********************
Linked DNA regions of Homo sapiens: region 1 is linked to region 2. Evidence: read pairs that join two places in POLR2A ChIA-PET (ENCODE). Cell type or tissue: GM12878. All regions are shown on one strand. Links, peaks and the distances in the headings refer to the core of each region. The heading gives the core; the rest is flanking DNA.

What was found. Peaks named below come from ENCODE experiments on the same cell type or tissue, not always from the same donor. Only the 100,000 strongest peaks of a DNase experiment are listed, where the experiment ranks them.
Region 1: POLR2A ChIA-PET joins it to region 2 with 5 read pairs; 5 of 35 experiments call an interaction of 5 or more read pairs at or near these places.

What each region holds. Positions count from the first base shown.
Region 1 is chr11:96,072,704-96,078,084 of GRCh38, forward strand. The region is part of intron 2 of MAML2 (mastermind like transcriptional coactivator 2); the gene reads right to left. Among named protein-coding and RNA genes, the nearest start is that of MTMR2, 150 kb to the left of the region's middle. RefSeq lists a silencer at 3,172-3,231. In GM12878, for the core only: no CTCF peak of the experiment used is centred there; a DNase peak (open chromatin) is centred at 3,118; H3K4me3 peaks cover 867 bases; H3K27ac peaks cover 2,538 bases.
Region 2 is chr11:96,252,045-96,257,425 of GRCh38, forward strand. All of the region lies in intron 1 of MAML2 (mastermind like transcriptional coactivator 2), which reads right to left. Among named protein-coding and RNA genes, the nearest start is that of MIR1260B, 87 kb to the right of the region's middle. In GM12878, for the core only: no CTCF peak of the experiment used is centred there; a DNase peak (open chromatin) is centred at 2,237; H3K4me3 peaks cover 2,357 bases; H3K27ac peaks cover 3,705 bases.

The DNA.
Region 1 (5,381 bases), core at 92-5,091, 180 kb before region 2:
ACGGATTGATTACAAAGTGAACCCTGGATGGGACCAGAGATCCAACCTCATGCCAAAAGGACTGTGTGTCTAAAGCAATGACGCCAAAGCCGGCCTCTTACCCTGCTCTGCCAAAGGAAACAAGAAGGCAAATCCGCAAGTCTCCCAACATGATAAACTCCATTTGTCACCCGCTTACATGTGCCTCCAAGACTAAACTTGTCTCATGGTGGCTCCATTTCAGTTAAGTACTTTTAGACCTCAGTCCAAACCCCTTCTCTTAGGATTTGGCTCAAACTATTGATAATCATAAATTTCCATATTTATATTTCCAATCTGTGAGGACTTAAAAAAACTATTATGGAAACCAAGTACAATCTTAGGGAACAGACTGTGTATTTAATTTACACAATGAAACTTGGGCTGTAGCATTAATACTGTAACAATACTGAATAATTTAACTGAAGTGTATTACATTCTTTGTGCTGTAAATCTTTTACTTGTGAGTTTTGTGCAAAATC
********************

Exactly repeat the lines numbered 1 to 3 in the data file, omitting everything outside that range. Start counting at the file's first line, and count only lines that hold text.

Linked DNA regions of Homo sapiens: region 1 is linked to region 2. Evidence: read pairs that join two places in POLR2A ChIA-PET (ENCODE). Cell type or tissue: GM12878. All regions are shown on one strand. Links, peaks and the distances in the headings refer to the core of each region. The heading gives the core; the rest is flanking DNA.

What was found. Peaks named below come from ENCODE experiments on the same cell type or tissue, not always from the same donor. Only the 100,000 strongest peaks of a DNase experiment are listed, where the experiment ranks them.
Region 1: POLR2A ChIA-PET joins it to region 2 with 5 read pairs; 5 of 35 experiments call an interaction of 5 or more read pairs at or near these places.